Company profiles
ConocoPhillips: The conservative
1 April 2008
ConocoPhillips, like all the majors, is feeling the pinch of petro-nationalism. It's prepared to wait it out, writes Derek Brower
Total: the controversialist
1 March 2008
Peak oil, human-rights controversy, nuclear power: Total has its own way of doing things, writes Derek Brower
Chevron: still an oil company
25 November 2007
Like its peers, Chevron has had to acclimatise to a world where life is increasingly difficult for private-sector energy investors. It is making a good fist of it, writes Derek Brower
Gains tempered by North America caution
25 November 2007
RISING oil prices and strong demand for production increases worldwide ensured a strong third quarter (Q3) for the international oilfield services sector. But weakness in North America is keeping market exuberance in check, writes Ian Lewis.
Brazil: Targets missed as costs rise
1 October 2007
Petrobras will miss production targets because of cost inflation and tightness in the services sector. Robert Cauclanis reports
Back to petroleum
1 October 2007
The last two years have been rough for BP, its employees and its shareholders, writes Derek Brower. Can its new leader, Tony Hayward, turn the company around?
A positive picture
1 July 2007
With a budget of $25.7bn this year, Petrobras is outspending most of the world's supermajors, writes Robert Cauclanis
Oil's number one
1 June 2007
Saudi Aramco is the world's biggest company, but it is not resting on its laurels: it is continuing its ambitious expansion to retain its surplus-capacity buffer well into the future. Profile by James Gavin
Responding to market needs
1 June 2007
Saudi Aramco is revising its downstream ambitions. It claims it may be involved in a quarter of additions to global refining capacity in the next five years. James Gavin writes
The boss moves to Dubai
1 April 2007
Born in the USA it may have been, but Halliburton is becoming less American. Tom Nicholls talks to Andy Lane, chief operating officer, Vikram Rao, head of technology and Lawrence Pope, head of HR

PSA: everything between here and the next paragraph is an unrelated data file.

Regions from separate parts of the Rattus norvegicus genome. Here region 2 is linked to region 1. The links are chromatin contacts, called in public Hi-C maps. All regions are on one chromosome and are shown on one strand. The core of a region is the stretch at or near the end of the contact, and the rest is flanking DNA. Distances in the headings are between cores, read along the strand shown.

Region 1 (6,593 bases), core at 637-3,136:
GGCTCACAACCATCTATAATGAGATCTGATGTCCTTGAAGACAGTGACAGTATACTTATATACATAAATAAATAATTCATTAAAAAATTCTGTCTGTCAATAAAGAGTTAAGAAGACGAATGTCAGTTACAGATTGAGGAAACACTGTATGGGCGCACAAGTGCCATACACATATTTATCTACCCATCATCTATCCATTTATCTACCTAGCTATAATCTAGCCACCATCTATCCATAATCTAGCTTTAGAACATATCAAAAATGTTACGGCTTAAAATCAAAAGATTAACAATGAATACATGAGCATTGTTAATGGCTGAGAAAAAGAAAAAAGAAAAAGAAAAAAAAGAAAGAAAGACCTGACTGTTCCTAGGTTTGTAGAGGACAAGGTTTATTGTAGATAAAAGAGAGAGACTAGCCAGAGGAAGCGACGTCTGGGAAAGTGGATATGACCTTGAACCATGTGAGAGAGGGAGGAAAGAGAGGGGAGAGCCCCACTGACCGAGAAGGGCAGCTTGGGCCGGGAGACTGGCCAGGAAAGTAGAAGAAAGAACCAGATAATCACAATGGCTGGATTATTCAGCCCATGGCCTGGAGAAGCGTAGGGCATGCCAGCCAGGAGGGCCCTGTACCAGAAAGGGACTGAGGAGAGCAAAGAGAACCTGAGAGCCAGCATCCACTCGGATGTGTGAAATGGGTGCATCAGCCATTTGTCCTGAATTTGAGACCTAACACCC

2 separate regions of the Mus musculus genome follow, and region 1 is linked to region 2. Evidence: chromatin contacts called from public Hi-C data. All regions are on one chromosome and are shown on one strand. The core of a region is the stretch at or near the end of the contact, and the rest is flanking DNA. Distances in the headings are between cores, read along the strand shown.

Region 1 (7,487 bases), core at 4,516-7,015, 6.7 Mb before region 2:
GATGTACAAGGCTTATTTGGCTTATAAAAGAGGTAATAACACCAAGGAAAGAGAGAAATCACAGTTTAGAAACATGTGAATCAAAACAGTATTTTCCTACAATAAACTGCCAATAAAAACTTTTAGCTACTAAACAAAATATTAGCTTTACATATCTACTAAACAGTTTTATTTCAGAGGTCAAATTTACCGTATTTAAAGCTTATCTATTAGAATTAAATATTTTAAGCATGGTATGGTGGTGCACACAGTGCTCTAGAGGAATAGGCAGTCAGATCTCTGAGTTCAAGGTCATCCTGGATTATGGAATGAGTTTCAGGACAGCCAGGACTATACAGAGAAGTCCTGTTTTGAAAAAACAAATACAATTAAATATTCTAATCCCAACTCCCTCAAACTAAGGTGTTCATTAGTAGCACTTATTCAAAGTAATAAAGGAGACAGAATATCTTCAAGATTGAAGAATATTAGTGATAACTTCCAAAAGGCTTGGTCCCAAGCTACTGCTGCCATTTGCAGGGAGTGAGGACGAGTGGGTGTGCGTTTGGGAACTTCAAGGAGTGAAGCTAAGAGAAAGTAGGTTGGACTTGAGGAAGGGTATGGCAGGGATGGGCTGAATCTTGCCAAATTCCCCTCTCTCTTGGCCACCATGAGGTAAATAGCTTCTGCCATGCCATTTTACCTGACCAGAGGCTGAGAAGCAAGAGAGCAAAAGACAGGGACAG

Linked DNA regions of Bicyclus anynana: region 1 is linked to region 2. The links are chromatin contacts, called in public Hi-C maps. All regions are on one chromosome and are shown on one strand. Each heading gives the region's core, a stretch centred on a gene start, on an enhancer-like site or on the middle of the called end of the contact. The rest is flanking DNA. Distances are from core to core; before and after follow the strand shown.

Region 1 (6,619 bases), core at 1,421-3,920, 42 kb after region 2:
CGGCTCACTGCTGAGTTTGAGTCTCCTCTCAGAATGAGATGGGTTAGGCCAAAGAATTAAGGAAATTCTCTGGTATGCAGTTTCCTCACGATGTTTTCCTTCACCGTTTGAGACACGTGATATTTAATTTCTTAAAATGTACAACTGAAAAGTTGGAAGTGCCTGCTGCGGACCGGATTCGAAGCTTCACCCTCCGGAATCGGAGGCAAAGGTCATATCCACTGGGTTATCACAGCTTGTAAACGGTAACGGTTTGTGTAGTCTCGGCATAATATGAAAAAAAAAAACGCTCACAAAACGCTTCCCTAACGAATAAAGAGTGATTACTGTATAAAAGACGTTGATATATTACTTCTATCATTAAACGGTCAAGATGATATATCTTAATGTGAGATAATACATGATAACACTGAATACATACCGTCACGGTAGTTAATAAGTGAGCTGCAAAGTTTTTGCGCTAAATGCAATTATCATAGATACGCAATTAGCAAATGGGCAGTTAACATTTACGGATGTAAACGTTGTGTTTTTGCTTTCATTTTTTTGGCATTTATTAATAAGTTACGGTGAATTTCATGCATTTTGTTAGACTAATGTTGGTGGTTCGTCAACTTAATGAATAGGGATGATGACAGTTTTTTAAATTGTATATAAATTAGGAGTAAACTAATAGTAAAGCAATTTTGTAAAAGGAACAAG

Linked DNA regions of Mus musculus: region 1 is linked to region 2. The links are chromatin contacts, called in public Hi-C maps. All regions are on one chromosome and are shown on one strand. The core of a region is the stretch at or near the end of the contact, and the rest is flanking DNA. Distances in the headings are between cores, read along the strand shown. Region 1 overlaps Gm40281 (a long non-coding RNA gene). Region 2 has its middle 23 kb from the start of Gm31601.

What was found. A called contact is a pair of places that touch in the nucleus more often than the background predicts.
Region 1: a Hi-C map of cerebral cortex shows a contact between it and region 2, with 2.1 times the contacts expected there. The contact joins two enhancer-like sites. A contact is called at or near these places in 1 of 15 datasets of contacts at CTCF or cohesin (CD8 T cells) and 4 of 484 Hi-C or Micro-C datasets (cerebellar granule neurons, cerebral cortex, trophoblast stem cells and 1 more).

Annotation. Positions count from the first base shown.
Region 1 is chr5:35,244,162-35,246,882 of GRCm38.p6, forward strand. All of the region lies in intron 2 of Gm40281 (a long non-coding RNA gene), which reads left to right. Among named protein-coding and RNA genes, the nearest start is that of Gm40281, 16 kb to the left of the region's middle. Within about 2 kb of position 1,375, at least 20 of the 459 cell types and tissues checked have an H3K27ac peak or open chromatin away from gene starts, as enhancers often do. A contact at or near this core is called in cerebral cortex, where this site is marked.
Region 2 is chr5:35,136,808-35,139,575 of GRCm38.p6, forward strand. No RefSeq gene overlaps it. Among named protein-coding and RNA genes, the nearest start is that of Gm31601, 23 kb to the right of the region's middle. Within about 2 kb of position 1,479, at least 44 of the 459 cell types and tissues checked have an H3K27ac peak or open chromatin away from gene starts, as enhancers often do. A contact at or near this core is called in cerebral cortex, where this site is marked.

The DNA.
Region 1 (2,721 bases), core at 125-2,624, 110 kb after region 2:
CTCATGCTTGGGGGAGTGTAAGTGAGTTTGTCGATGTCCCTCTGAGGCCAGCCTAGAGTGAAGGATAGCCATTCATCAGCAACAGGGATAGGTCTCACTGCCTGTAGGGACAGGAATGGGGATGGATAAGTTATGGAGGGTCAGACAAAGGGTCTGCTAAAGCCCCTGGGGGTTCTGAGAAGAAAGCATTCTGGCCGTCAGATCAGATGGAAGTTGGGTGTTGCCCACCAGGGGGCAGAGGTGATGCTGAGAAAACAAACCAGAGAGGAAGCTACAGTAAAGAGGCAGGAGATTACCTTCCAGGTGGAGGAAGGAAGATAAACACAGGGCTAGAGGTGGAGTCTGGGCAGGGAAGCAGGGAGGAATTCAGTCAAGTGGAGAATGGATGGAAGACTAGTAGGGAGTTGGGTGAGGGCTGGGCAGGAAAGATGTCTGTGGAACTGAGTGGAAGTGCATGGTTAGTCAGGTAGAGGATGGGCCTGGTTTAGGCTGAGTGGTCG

Eastern promises
1 April 2007
Eni's ambitious growth targets are designed to put the firm in the top flight of IOCs. But its business in the former Soviet Union is putting it under the spotlight. Derek Brower reports from Milan
Chandler: there's no excuse
1 January 2007
Geoffrey Chandler, a former director of Shell International and founder chair of the Amnesty International UK Business Group, says companies with no moral basis do not deserve to survive and probably won't. Interview by Tom Nicholls
Punching its weight
1 October 2006
In five years as chairman, Subir Raha turned a failing, domestic-oriented ONGC into a powerful international operator. But ONGC needs to branch out downstream. Interview by Tom Nicholls
Mind the gap
1 September 2006
A return to profit
1 July 2005
Suez's has finally turned the corner after a terrible period. But a cloud still hangs over the French industrial and services group in the form of a dispute with a minority shareholder over its complex structure, writes Nick Watson
Building impressive results
1 July 2005
Total is a favourite among analysts for its strong business mix and geographically dispersed operations. However, the French company faces the same problem as others majors in replenishing its dwindling reserves, leading it into regions with greater exploration and political risks, writes NJ Watson
ECT and the Yukos case
1 July 2005
Late last year, various newspapers claimed Yukos' shareholders were to sue the Russian government under the Energy Charter Treaty (ECT) for the dismantling of their company to pay for alleged back-taxes. That led to a polarised debate over how successful such an attempt would be. The question deserves accurate legal analysis and might keep lawyers busy for a long time, writes Andrei Konoplyanik
Projects to finance
1 May 2005
The decision of a Houston bankruptcy court not to deal with the Yukos case has given the merger of Gazprom and Rosneft a fresh start. The deal's structure may have slightly changed since it was announced last autumn, but the consequences for foreign investors remain positive. Andrei Konoplyanik examines the new shape of Russia's energy industry and explains why Moscow must ratify the Energy Charter Treaty